The coronavirus has caused a lot of anxiety, and one of the most googled questions right now is “do I need a will?” According to a 2017 study, nearly 42% of Americans said they have a will or another type of estate planning document. Fast-forward to 2020 and that percentage is now 32%. That’s nearly a 25% decrease in the number of Americans with a will or other estate planning document!
A will, along with other important medical estate documents, is very important to have, especially in times like these.
A will is a legal document that lists your wishes after you pass away, such as where you want your assets to go and who the guardian of your child will be. If you die without a will, otherwise known as dying intestate, the probate courts will decide how your assets will be distributed, which may differ from how you would have wanted.
Within a medical context, there are three very important estate documents to have in place. The first is a HIPAA Release Form which gives someone you trust access to your medical records. Without this authorization, doctors won’t be able to discuss your medical situation with your loved ones.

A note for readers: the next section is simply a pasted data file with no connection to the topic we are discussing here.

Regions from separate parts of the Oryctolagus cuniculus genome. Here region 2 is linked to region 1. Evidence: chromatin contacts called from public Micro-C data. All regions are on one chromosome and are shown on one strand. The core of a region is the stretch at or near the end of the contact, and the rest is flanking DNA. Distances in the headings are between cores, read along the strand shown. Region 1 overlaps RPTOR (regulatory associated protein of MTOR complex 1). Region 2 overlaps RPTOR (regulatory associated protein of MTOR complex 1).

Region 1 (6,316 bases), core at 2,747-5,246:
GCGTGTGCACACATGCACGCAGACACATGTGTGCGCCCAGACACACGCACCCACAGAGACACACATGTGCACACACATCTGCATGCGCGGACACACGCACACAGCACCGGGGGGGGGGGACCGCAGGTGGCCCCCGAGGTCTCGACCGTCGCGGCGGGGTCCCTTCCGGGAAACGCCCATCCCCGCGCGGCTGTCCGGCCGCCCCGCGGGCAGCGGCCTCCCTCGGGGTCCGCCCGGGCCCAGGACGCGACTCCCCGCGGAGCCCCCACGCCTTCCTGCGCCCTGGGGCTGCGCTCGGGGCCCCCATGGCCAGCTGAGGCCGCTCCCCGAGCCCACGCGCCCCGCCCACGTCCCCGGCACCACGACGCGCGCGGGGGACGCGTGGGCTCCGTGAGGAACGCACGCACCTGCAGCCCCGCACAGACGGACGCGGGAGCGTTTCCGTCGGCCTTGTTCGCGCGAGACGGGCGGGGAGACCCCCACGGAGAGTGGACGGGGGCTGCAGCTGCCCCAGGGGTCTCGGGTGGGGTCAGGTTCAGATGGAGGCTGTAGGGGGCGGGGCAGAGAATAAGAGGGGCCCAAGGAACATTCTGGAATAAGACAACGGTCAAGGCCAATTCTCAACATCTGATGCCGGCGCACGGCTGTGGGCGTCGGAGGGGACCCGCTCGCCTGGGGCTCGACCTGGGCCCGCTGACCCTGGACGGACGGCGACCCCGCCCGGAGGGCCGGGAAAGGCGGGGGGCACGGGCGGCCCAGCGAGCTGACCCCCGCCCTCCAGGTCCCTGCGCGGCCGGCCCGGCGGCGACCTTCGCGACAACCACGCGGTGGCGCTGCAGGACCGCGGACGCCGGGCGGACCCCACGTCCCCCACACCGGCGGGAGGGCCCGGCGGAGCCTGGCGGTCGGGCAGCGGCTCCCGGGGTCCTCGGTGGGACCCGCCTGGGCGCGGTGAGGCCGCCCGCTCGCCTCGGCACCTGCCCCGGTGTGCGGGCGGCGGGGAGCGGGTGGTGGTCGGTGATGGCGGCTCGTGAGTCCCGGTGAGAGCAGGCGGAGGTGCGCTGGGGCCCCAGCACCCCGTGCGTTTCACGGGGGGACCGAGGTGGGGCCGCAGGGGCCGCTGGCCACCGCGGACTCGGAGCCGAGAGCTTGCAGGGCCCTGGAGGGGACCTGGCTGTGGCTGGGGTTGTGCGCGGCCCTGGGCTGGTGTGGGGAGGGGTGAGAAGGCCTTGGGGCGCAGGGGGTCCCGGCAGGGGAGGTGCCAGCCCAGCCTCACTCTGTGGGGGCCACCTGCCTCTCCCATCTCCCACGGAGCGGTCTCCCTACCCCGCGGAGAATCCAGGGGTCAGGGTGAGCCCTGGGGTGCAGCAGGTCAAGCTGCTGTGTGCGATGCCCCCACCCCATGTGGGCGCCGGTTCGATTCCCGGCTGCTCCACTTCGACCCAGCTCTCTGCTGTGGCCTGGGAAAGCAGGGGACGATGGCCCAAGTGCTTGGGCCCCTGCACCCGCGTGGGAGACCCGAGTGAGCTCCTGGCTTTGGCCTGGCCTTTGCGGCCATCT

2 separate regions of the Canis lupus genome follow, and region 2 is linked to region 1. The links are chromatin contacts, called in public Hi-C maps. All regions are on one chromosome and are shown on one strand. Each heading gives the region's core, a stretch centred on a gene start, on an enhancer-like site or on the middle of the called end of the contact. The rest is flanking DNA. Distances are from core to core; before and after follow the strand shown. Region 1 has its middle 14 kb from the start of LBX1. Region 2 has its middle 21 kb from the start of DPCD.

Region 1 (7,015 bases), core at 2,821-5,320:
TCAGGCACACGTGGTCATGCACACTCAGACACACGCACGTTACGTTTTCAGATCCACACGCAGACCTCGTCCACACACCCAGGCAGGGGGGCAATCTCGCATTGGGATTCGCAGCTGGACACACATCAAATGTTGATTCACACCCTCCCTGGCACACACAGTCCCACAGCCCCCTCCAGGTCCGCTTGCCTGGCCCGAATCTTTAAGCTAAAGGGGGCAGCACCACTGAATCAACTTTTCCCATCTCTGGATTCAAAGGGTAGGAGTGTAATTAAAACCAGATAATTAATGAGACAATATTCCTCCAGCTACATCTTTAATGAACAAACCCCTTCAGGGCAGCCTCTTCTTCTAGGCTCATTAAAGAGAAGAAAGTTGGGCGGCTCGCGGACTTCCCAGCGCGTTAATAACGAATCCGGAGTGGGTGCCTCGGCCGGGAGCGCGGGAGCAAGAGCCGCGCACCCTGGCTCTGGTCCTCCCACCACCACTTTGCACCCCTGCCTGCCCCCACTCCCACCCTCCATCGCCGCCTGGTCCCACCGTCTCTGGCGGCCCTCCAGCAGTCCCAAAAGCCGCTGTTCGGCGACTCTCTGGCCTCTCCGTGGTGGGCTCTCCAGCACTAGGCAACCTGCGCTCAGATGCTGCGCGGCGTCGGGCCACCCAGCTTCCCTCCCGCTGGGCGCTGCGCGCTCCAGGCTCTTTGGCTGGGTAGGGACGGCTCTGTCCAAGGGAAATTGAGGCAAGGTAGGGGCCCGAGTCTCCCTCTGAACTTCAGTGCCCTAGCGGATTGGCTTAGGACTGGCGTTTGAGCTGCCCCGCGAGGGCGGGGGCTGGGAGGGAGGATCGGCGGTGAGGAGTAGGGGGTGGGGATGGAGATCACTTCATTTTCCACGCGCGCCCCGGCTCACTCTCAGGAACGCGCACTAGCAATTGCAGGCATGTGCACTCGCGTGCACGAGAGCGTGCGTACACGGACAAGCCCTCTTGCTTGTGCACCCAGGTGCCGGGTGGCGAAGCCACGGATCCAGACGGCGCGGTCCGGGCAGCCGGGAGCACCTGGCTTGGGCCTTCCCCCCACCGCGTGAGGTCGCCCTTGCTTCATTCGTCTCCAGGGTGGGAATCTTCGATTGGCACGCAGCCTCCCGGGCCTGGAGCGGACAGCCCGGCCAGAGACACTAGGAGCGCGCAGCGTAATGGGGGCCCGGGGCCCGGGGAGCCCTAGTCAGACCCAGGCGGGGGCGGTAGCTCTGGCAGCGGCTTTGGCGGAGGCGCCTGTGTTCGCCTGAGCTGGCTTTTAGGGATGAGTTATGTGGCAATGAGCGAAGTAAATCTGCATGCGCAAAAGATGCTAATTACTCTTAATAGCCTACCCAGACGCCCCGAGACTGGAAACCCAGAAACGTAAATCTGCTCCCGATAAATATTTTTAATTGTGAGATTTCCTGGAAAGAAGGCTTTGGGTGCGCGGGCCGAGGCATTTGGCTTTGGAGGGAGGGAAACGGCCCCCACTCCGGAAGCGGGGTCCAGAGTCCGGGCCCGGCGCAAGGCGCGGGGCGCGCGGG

The second important document to have in place is a medical power of attorney, also known as a health care proxy. This document comes into play when you are unable to make medical decisions for yourself, and this person can make decisions for you regarding medical treatment. Usually this person is someone such as your spouse or close family member.
Another medical document that is important to have is an advanced medical directive, otherwise known as a living will. This document allows for you to direct what kind of health care you want to receive ahead of time. For example, if you are on life support, an advanced medical directive lists your wishes as to whether you want to continue life support or not. This document also allows for you to remove the responsibility of making these decisions from your loved ones by stating your wishes ahead of time.
We know that these are scary and overwhelming times, but we will get through this! Please reach out to us if you have any questions.
This information is not intended to be a substitute for individualized legal advice and we suggest you discuss your specific situation with a qualified financial advisor.